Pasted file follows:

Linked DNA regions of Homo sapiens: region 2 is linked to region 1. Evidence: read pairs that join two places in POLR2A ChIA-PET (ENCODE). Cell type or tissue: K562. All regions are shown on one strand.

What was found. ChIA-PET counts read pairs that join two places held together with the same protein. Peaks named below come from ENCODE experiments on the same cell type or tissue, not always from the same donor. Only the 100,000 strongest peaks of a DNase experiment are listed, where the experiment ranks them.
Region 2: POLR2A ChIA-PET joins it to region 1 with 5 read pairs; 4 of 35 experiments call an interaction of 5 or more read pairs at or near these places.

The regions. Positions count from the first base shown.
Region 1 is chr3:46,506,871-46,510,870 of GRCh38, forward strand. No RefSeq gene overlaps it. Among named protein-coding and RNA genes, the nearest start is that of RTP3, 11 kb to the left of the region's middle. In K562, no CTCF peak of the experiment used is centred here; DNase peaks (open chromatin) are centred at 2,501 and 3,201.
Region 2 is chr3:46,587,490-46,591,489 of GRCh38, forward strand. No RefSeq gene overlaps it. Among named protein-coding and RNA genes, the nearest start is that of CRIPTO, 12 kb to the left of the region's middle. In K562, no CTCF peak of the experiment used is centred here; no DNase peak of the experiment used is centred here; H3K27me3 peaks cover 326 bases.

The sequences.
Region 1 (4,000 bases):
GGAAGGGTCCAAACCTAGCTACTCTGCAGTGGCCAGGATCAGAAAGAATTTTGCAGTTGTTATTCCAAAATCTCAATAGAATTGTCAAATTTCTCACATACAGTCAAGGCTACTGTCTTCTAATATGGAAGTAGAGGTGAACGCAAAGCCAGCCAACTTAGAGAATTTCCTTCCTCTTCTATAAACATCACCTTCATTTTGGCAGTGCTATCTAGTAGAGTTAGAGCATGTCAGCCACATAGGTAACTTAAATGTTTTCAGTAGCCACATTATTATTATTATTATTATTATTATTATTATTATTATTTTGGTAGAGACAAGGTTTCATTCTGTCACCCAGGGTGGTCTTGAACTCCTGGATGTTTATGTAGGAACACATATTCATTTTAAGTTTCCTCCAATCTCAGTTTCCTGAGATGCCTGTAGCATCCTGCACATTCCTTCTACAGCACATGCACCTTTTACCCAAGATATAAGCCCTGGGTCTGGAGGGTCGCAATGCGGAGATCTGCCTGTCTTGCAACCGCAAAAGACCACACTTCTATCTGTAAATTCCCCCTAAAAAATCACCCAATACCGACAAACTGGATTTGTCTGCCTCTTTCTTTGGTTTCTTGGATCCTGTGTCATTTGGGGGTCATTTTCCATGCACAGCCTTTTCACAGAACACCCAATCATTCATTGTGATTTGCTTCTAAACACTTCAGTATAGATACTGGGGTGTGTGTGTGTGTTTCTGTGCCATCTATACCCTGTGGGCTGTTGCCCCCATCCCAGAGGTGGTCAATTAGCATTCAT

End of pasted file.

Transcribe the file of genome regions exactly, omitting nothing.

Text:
Linked DNA regions of Homo sapiens: region 2 is linked to region 1. Evidence: read pairs that join two places in POLR2A ChIA-PET (ENCODE). Cell type or tissue: K562. All regions are shown on one strand.

What was found. ChIA-PET counts read pairs that join two places held together with the same protein. Peaks named below come from ENCODE experiments on the same cell type or tissue, not always from the same donor. Only the 100,000 strongest peaks of a DNase experiment are listed, where the experiment ranks them.
Region 2: POLR2A ChIA-PET joins it to region 1 with 5 read pairs; 4 of 35 experiments call an interaction of 5 or more read pairs at or near these places.

The regions. Positions count from the first base shown.
Region 1 is chr3:46,506,871-46,510,870 of GRCh38, forward strand. No RefSeq gene overlaps it. Among named protein-coding and RNA genes, the nearest start is that of RTP3, 11 kb to the left of the region's middle. In K562, no CTCF peak of the experiment used is centred here; DNase peaks (open chromatin) are centred at 2,501 and 3,201.
Region 2 is chr3:46,587,490-46,591,489 of GRCh38, forward strand. No RefSeq gene overlaps it. Among named protein-coding and RNA genes, the nearest start is that of CRIPTO, 12 kb to the left of the region's middle. In K562, no CTCF peak of the experiment used is centred here; no DNase peak of the experiment used is centred here; H3K27me3 peaks cover 326 bases.

The sequences.
Region 1 (4,000 bases):
GGAAGGGTCCAAACCTAGCTACTCTGCAGTGGCCAGGATCAGAAAGAATTTTGCAGTTGTTATTCCAAAATCTCAATAGAATTGTCAAATTTCTCACATACAGTCAAGGCTACTGTCTTCTAATATGGAAGTAGAGGTGAACGCAAAGCCAGCCAACTTAGAGAATTTCCTTCCTCTTCTATAAACATCACCTTCATTTTGGCAGTGCTATCTAGTAGAGTTAGAGCATGTCAGCCACATAGGTAACTTAAATGTTTTCAGTAGCCACATTATTATTATTATTATTATTATTATTATTATTATTATTTTGGTAGAGACAAGGTTTCATTCTGTCACCCAGGGTGGTCTTGAACTCCTGGATGTTTATGTAGGAACACATATTCATTTTAAGTTTCCTCCAATCTCAGTTTCCTGAGATGCCTGTAGCATCCTGCACATTCCTTCTACAGCACATGCACCTTTTACCCAAGATATAAGCCCTGGGTCTGGAGGGTCGCAATGCGGAGATCTGCCTGTCTTGCAACCGCAAAAGACCACACTTCTATCTGTAAATTCCCCCTAAAAAATCACCCAATACCGACAAACTGGATTTGTCTGCCTCTTTCTTTGGTTTCTTGGATCCTGTGTCATTTGGGGGTCATTTTCCATGCACAGCCTTTTCACAGAACACCCAATCATTCATTGTGATTTGCTTCTAAACACTTCAGTATAGATACTGGGGTGTGTGTGTGTGTTTCTGTGCCATCTATACCCTGTGGGCTGTTGCCCCCATCCCAGAGGTGGTCAATTAGCATTCAT